Wall Street has spoken on the Yahoo reorganization--and it's not sure what to make of it yet. Some analysts say the moves don't address Yahoo's technology gap against rivals while others were more optimistic. All agree that Yahoo can't allow the management changes to be a distraction.
Yahoo reshuffled its management ranks last night and revamped units in an effort to be more nimble. While folks will tie the reorg to Brad Garlinghouse's Peanut Butter Manifesto this move was really necessitated by delays in Project Panama, which is supposed to close the paid search gap with Google, and the requirement to be more agile.
The common refrain on Wall Street, which was hankering for changes in Yahoo's management ranks, was decidedly mixed.
Among the comments culled from research notes:
--Citigroup analyst Mark Mahaney sees the reorg as a "mixed development." "It is recognition of the organizational and operational challenges YHOO has faced over the prior 12 months plus, best exemplified by the delays in Project Panama, the key search monetization project. And it is very likely a necessary step that carries the potential for improved operational efficiencies at the company. On Panama, we don't believe the re-org signals an additional delay."
--Thomas Weisel Partners analyst Christa Sober Quarles sees more turnover ahead. "As a part of this realignment, we expect management changes below the C-level ranks to continue. Specifically, the head of Yahoo’s media group, Lloyd Braun, is also stepping down as are some other higher-profile Overture managers." Quarles says in 2007 Yahoo will have to get Panama on track, develop partnerships, address display advertising growth and monetize excess inventory.
--Deutsche Bank analyst Jeetil Patel says he's not convinced the changes will improve Yahoo's standing against Google. "We believe the remaining management team, with their media/finance backgrounds, still represents the wrong approach in an internet battle that is steeped in technology. We believe Yahoo’s myopic focus on protecting its margins has come at the expense of technology investments, as evidenced by 2 consecutive quarters of R&D spending declines (on par with Amazon). In contrast, its competitors continue to aggressively spend on R&D/product innovation as a means of user growth whereas Yahoo! has relied upon media/ads. Again, the battle for web supremacy lies in the product/tech offering, not ads. The reorg unfortunately does not address the existing philosophy of cautious spending/investing & margin preservation (at the expense of long term growth), especially when the competition is willing to make those tradeoffs. This realignment could create uncertainty among employees and clients in the near term. But we believe Yahoo can ill afford any organizational bottlenecks at this time as it rolls out Panama. Further delays will simply lead to Yahoo losing even more competitive ground."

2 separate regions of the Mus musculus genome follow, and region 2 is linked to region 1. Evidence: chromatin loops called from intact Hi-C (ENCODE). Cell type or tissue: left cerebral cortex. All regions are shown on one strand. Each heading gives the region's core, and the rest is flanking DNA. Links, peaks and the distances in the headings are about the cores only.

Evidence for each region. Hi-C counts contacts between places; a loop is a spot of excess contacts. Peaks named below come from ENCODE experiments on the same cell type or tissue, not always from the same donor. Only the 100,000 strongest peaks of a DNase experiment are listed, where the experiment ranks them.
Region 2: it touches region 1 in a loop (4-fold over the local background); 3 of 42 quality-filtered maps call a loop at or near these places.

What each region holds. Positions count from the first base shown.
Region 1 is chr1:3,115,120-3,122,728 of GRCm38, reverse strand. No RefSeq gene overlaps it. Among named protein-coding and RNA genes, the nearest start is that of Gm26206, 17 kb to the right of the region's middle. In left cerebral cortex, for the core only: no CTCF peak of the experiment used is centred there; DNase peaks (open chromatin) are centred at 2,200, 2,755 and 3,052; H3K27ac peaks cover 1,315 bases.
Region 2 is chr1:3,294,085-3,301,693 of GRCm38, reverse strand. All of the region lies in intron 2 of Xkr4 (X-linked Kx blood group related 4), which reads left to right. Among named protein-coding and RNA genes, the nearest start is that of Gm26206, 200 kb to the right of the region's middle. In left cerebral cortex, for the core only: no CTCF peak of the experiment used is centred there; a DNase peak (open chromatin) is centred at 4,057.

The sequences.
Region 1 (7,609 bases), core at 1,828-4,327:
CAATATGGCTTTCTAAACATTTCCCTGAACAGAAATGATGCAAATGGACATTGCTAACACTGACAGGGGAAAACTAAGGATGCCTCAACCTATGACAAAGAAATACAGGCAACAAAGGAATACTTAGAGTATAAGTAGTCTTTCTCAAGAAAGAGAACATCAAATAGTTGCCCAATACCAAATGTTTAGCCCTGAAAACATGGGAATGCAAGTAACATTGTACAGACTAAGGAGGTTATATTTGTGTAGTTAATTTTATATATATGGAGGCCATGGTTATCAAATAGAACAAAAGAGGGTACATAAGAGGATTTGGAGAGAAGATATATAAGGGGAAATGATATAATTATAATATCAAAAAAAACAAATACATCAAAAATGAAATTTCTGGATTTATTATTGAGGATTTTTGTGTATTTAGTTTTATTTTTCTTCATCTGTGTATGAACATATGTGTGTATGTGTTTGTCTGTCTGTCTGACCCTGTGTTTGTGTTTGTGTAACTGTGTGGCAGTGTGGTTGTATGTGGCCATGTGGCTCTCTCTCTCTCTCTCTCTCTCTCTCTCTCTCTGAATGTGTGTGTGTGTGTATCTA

--Marianne Wolk, an analyst at Susquehanna Financial Group, says Yahoo's "reorganization is the result of several years of underperformance. We are less sanguine as to what the management shift says about the near-term outlook, which is already expected to be quite poor. We also attribute the announced changes, which place Sue Decker in a primary operating role - and points to her possible ascension to CEO - to a long running political struggle within the company."
--Brian Pitz, an analyst at Bank of America Securities, says "Yahoo is increasingly trying to morph into a clearinghouse for online advertising, akin to Google's AdSense. We note partnerships with eBay, a newspaper consortium, and Right Media as key to this strategy. More importantly, this highlights Panama's importance to its strategy. We believe the re-org comes at a critical time for Yahoo with the impending launch of Panama. We note the new CFO and audience group head roles are yet to be announced, and are surprised about Sue Decker's new role in sales considering her background in finance and strategy."